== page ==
I liked this book a lot because it goes through - street by street - the evolution of NYC. I read this book, and I am taking it with me during our next trip so that I can take it to neighborhood by borough :) to really walk through the progression. I LOVED the story of the first sky scraper in NYC. GREAT. I wish I would have known the builders - they sound fun!
Jill Hutchinson
Jan 01, 2012 rated it really liked it
Shelves: american-history
If you are a fan of New York City, you will enjoy this love letter to the Manhattan downtown by the author/journalist who has lived there most of his life. He mixes his experiences with the history of places in the "downtown"....those that are extant and those which have been lost through progress. Its a fun read but somehow sad to realize the wonderful buildings that no longer grace the area.
May 16, 2010 rated it it was ok
The book was poorly organized, so hard to follow. What I will remember is how several horrible areas of New York were cleaned-up and completely transformed from being dangerous places full of violence, gangs, and drugs to being parks, etc. It really gives you hope in these crazy times!
Aug 17, 2011 rated it liked it
An interesting mix of memoir, history, and critique about Manhattan, an area I know little of. Hamill is a good writer, though a bit repetitive (he should have just called the book "New York alloy"). Lots of insights, though the main theme is change.
Jan 28, 2016 rated it really liked it
Loved this book and wished I had read it before I visited NYC. To think I visited the silly bull in Wall Street and was not even aware of the beautiful Cunard building in the background. I'm now hunting down his other books and determined to get back to New York for a proper visit.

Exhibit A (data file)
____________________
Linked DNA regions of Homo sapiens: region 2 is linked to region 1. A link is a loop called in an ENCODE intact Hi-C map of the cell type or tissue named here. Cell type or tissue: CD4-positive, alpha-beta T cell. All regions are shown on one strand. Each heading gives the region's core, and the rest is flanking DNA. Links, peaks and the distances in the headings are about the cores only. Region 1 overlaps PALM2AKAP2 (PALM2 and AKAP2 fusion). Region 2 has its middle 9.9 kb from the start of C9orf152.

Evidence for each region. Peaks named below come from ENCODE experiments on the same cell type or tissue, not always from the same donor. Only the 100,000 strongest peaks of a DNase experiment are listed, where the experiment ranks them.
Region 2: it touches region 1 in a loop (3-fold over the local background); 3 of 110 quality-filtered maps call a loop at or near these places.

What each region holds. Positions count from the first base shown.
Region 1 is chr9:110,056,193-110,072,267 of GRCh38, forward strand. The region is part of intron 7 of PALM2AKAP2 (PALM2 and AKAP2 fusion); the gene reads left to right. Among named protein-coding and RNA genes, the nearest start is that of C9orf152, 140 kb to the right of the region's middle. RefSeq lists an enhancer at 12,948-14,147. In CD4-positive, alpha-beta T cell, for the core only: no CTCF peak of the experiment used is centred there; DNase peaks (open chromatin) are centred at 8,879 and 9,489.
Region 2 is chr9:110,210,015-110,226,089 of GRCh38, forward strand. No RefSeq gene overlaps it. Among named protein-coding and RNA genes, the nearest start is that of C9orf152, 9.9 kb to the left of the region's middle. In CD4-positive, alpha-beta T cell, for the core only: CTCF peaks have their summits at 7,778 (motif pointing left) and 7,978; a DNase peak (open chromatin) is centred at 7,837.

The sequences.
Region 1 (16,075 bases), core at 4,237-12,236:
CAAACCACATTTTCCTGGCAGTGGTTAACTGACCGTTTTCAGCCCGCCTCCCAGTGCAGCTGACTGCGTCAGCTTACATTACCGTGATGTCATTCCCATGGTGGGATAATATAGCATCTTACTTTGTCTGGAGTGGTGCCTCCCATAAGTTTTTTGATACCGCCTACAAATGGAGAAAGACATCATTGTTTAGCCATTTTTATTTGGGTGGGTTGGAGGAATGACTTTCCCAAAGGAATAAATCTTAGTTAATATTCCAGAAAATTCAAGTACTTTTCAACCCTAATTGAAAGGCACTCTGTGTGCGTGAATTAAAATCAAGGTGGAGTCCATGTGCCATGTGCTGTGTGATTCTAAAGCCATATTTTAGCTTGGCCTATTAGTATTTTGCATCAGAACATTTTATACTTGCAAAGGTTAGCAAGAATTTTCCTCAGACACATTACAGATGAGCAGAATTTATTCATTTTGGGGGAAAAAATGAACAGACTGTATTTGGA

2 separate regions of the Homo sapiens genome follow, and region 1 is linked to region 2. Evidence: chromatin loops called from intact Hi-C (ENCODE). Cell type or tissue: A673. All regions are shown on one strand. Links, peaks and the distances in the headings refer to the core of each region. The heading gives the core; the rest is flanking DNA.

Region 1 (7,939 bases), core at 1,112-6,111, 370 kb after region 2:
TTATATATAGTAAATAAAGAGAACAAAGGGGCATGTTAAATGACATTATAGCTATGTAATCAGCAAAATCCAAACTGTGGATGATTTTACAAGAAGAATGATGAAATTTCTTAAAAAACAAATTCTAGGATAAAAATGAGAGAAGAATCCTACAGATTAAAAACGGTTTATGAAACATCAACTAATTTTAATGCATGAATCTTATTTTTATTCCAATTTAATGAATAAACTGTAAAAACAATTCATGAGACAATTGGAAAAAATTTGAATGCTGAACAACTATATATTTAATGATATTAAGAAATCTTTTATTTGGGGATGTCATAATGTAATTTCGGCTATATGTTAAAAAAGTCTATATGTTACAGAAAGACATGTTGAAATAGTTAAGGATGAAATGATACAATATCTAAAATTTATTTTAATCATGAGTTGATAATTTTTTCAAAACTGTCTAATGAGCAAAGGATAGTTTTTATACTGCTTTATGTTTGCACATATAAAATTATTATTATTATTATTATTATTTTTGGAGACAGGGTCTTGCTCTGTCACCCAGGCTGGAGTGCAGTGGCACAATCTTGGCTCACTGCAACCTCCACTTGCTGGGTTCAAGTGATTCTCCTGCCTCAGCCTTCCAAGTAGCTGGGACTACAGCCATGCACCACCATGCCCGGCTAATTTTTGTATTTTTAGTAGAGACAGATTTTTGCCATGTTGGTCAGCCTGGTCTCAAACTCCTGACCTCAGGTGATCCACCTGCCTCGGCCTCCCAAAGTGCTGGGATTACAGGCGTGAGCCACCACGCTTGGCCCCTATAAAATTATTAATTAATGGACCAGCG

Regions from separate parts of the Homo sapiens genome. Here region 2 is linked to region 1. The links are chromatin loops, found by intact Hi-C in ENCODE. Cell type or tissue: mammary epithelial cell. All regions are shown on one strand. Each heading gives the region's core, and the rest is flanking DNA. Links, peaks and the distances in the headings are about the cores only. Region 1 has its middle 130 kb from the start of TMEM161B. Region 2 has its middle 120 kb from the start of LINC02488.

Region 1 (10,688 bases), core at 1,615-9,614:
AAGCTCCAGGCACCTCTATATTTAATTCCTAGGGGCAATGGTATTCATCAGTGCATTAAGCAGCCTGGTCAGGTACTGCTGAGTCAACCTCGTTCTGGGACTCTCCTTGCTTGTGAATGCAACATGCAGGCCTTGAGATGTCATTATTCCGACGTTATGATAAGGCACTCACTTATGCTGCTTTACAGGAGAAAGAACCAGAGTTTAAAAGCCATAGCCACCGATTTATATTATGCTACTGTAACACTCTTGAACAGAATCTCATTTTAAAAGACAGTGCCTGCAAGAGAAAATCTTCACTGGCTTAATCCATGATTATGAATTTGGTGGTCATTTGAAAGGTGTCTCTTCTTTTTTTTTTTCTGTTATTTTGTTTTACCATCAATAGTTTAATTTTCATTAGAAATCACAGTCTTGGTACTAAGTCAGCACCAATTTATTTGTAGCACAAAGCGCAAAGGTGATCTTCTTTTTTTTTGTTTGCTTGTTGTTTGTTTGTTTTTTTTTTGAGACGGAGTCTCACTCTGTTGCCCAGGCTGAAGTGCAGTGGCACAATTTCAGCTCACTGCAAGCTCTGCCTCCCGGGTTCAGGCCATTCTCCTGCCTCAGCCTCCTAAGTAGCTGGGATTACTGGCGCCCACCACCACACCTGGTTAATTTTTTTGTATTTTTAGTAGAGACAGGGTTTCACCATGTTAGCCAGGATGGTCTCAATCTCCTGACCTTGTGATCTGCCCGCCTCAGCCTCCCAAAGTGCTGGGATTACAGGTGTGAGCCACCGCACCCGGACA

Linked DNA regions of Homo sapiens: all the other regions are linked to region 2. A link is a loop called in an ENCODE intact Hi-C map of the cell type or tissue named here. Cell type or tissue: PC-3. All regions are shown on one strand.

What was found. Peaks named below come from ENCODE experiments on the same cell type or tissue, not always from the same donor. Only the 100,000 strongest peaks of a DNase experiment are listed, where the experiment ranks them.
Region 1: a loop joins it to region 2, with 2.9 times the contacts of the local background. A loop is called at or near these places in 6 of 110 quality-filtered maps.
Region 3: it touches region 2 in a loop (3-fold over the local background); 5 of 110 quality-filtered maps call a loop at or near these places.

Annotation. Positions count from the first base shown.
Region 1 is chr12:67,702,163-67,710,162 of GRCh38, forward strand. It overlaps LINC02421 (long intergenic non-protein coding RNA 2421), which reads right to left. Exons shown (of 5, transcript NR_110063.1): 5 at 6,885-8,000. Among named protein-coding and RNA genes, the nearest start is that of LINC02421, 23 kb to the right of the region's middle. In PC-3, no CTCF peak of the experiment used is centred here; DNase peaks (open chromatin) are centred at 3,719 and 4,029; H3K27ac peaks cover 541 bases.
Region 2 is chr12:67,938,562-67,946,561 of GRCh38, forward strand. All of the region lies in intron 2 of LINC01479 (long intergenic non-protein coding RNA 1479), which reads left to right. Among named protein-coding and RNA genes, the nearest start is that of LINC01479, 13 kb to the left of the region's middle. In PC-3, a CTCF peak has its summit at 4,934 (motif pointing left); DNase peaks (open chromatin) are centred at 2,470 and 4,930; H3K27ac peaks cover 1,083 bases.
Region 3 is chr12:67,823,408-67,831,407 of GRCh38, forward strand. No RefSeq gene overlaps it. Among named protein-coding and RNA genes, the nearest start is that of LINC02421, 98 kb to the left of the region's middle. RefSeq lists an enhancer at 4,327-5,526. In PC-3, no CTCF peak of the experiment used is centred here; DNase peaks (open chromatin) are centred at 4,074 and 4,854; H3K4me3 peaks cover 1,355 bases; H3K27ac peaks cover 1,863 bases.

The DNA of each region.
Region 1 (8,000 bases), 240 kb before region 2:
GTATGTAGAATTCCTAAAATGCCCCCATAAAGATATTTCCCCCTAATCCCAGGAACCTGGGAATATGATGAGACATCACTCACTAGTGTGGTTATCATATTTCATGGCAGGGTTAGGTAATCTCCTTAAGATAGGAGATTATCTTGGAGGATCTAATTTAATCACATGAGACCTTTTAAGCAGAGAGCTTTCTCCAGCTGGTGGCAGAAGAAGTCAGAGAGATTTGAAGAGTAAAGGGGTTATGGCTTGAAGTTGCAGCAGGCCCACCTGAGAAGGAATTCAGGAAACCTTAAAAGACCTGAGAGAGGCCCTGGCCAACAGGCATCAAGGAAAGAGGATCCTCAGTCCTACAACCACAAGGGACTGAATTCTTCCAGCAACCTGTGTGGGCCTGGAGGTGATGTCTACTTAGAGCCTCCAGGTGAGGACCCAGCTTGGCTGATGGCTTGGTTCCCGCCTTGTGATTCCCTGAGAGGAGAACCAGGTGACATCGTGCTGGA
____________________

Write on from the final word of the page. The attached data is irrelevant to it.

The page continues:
May 15, 2010 rated it it was ok
Sadly, works neither as a history nor as a memoir. It's not enough of either. I like the writing style, but found myself skimming.
Aug 26, 2014 rated it it was ok
Pete Hamill is an amazing writer, but this one is meant for someone that lives and can appreciate NYC.
Dave Courtney
Apr 17, 2014 rated it really liked it
Pete Hamill is a journalist and a writer. Three things are certain about his own personal history. His memoir informs us of his long standing journey as a drinker, something that speaks in to the sort of reflective nature of "Downtown's" approach to historical and experiential narrative. Secondly, most of his work is in the area of fiction, affording him a certain penchant for storytelling that also impacts his "downtown", not to mention his approach to journalism in general. Third, Pete Hamill ...more
Jul 19, 2018 rated it it was amazing
Shelves: favorites
Hamill manages to at once both educate us and reaffirm that we, the average person, in fact know very little about the far-reaching, ever-changing, and important history of Manhattan. Even though the book is lengthy, he frames the city quite succinctly and eloquently through his own experiences as a Downtown New Yorker.

For the tourist or casual visitor, it's hard to imagine New York as anything but how it is experienced in that moment for them. But the streets are old, and the city has been con
Sep 30, 2017 rated it it was amazing
As a resident and a reporter, Hamill gives us an intimate look at the city that has been his mostly life-long home. Blending memoir with history, he peels back the layers of the city to show its importance in every age-- going back to the earliest Dutch settlements. His stories are varied as he tells of the city's lowest of points of drugs and crime to its heights as it refuses to be kowtowed by the events of September 11th, but all of the tales he tells are threaded with theme of nostalgia. It ...more
Kyle Hadley
Oct 26, 2017 rated it really liked it
I think if I was in a different space, one where I could have focused so much more on the words being spoken, I might have given this is 5 star review. It is certainly a loving tribute to the Great City in the World. Lots of personal anecdotes punctuate a thorough history of how Manhattan came to be Manhattan, and why it means so much to the author. Hamill has a gruff but clear voice and the romanticism he feels for his home town oozes off the delicately chosen words. There is a hard-boiled aspe ...more